Living the Good Life After Base Closure
By Jim Garamone
American Forces Press Service
RANTOUL, Ill., Apr. 16, 1999 "It's a combination of good planning, a singular purpose and just plain hard work," was how Ray M. Boudreaux described the success of this city in attracting business to what was Chanute Air Force Base.
Boudreaux, director of aviation and development of this small city, said Rantoul has nearly as many civilian jobs now as it did when the 1989 Base Realignment and Closure Commission gave Chanute the signal to close. That achievement didn't come easily.
"The city went through some bad times, but we've come through," he said.
Plenty of Rantoul residents are still bitter about Chanute's closure. They'll freely catalog the reasons the decision was unfair or unwise, even as they tout their success. With the possibility of more base closures in fiscal 2001 and 2005, the lessons the people of Rantoul learned could be important to other communities around military installations.
For instance, Rantoul fought hard to prevent the closure but also had a team planning for life after Chanute was gone.
"They didn't waste time. Both efforts were going on at the same time," Boudreaux said. "When the city realized the base was really going to close, they turned all their efforts to planning and organizing for life after closure."
Rantoul's population was around 12,000 when Chanute closed in 1993. A year later, the population had dropped to 8,000. Today, it is about 17,000, Boudreaux said. The city owns 60 percent of the former training base, including two runways reopened to general aviation that the Air Force had closed in 1971, he said.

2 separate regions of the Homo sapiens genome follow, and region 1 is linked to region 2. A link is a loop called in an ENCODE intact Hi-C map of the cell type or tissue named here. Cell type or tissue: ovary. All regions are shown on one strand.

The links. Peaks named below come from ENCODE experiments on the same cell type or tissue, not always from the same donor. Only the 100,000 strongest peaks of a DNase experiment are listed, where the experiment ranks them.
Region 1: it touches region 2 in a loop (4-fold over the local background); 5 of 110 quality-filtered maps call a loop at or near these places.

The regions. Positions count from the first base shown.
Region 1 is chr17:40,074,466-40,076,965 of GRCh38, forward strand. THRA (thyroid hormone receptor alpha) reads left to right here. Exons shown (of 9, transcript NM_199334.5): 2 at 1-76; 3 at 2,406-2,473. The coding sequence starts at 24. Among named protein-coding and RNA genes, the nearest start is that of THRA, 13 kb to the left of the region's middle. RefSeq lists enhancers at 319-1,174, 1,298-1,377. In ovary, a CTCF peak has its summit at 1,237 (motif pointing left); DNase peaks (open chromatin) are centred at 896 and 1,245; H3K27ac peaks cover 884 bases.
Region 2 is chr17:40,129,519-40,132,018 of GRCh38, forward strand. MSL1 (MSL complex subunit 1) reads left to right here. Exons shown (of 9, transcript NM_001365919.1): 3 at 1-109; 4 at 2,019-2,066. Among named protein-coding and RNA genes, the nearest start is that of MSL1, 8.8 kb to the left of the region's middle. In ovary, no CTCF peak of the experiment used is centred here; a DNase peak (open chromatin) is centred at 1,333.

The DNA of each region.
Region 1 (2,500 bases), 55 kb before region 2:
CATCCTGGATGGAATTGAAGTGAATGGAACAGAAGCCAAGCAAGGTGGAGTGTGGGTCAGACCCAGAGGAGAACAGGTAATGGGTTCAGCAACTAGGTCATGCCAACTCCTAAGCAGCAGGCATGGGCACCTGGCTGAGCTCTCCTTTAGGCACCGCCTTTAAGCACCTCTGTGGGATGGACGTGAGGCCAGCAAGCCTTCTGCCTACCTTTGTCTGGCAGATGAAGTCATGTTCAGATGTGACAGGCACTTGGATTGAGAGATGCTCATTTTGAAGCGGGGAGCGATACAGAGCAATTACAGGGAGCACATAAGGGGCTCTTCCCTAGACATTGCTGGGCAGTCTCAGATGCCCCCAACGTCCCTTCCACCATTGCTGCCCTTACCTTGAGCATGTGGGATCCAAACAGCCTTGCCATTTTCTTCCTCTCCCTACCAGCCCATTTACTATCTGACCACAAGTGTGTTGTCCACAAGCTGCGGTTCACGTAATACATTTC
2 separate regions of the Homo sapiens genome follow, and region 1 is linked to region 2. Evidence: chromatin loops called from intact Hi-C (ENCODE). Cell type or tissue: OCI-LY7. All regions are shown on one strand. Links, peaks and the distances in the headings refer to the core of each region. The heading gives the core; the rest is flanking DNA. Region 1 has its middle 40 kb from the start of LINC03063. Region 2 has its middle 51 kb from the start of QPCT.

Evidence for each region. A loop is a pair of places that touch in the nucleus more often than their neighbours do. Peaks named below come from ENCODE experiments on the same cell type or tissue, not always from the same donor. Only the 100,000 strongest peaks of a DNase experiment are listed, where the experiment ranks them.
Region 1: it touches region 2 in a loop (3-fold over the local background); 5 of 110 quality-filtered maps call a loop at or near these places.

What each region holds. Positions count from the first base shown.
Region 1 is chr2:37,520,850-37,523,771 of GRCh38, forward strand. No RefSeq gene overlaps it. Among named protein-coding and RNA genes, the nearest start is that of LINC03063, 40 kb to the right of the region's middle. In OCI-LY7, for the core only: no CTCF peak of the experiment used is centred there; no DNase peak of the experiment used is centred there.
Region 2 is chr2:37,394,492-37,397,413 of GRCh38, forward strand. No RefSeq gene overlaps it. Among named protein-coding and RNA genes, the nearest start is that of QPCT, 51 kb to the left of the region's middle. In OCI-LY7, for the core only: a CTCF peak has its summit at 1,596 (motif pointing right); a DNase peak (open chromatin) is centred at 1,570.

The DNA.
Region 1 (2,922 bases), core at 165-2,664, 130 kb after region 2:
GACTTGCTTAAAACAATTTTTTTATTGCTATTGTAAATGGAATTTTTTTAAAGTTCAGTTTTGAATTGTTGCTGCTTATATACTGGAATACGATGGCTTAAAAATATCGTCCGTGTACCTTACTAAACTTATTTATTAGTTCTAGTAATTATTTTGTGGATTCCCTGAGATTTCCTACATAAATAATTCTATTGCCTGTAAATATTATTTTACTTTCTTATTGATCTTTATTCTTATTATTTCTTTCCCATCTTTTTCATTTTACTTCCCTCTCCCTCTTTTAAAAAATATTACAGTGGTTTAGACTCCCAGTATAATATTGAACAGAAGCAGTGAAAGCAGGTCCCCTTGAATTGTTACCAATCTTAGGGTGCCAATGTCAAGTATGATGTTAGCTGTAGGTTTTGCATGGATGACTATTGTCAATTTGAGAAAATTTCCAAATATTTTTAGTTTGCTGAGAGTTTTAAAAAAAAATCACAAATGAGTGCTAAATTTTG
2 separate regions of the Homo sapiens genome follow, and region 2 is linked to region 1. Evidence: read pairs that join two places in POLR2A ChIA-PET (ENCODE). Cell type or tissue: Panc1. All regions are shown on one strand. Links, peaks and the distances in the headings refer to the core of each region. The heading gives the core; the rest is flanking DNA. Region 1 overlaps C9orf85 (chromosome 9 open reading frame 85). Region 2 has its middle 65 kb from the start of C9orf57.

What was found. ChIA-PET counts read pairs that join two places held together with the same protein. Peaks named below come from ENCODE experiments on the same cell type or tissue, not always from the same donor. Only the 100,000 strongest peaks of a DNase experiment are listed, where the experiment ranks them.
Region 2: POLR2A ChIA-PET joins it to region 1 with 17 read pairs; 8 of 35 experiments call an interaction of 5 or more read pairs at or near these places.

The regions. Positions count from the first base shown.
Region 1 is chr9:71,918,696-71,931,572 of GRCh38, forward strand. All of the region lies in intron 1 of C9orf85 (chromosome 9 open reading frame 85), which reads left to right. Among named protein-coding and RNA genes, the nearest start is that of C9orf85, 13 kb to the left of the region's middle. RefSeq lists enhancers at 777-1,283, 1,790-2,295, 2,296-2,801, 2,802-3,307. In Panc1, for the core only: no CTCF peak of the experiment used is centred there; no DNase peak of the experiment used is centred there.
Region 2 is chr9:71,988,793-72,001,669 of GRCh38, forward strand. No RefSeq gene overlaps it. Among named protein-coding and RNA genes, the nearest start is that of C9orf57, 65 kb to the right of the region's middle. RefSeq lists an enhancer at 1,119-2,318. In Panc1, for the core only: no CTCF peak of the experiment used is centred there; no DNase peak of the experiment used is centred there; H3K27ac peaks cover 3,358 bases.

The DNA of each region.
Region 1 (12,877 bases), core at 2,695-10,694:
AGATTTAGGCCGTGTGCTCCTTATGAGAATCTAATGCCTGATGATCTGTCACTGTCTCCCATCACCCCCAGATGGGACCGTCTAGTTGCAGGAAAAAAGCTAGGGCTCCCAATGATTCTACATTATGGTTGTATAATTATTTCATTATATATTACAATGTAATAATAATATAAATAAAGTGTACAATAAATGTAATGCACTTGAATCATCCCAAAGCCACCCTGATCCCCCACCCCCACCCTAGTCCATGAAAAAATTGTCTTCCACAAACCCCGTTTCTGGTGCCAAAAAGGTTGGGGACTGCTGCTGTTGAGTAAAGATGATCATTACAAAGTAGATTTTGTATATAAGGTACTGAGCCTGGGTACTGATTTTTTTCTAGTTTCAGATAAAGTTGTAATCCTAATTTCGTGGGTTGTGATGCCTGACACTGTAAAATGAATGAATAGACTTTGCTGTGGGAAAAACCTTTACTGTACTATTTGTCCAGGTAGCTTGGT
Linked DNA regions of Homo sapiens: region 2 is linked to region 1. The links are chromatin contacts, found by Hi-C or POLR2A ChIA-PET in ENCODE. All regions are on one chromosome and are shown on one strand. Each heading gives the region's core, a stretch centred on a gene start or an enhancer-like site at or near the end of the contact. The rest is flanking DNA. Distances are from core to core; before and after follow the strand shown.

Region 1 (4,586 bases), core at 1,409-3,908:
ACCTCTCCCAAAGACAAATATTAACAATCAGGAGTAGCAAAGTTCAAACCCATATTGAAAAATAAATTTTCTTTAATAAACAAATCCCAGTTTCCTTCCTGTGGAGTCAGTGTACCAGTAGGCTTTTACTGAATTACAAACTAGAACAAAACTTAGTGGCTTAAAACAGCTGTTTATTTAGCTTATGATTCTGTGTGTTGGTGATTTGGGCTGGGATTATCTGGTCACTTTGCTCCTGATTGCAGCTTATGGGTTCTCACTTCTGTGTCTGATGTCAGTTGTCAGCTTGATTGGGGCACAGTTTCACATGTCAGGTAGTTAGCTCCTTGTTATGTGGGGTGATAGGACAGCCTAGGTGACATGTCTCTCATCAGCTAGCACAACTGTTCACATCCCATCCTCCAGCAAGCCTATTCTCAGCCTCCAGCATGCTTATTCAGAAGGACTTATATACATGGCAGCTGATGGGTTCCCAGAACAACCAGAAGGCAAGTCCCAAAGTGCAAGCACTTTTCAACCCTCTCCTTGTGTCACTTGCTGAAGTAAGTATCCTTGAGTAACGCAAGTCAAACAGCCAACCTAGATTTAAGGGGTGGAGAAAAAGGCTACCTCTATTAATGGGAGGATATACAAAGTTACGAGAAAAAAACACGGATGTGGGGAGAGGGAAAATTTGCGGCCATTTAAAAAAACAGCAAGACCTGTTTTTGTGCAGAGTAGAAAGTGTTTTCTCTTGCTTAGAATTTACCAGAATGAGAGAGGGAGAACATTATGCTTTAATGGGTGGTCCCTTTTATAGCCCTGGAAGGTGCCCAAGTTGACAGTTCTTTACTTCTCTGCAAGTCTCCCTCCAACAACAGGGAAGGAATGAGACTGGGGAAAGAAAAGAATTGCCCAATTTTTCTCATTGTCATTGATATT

"The statistics the Air Force used said the base pumped about $300 million into the local economy," he said. "I think that was high, mainly because airmen tended to spend what had disposable income they had on base."
High or not, Rantoul officials had to replace it. "One bit of advice I have for communities going through this: Build on your strengths," Boudreaux said.
First the town examined Chanute's facilities and decided which to keep. The town had no use for the housing areas, for instance. "The [General Services Administration] advertised all over the country for people to buy those areas," Boudreaux said. "But it was our contacts -- and they were local -- who bought them."
Most of the growth on the former base was from local industries or people. Textron Inc., for example, already had a plant in an industrial park in Rantoul. The company, which makes the plastic parts for many of the most popular cars in America, needed more room. The base was perfect, and Textron took over four buildings.
"It was fantastic for us," said Ed Rutkowske, the director of Textron in Rantoul. "The hangars have very high ceilings with no columns in the way. We were able to install our overhead cranes with little problem."
Rutkowske said the city was supportive and leased the facility to the company at very good rates. Textron also buys about $230,000 of power a month from the city-run utility on the former base.
Interstate 57 runs past Rantoul, allowing the company to ship 94 tractor-trailer loads of goods each day on a "just-in-time" schedule. This mode of delivery means customers receive their orders as they need them. "Parts made here today are driving off to assembly lines tomorrow," Rutkowske said.
Textron's facilities now occupy 536,000 square feet on the former base and the company is looking to add another 55,000 square feet to one of the hangars. Further, totaling the work force of its three plants in the city, Textron employs 1,170 people. The company has a $26 million payroll and buys local "when it makes sense," he said.
In another section of the former base something entirely different is being built: character. The Lincoln's Challenge Program, developed by the Illinois National Guard, began even before the base closed in 1993 and today occupies a former 600- bed Air Force dorm. It strives to shape at-risk youth into productive members of society.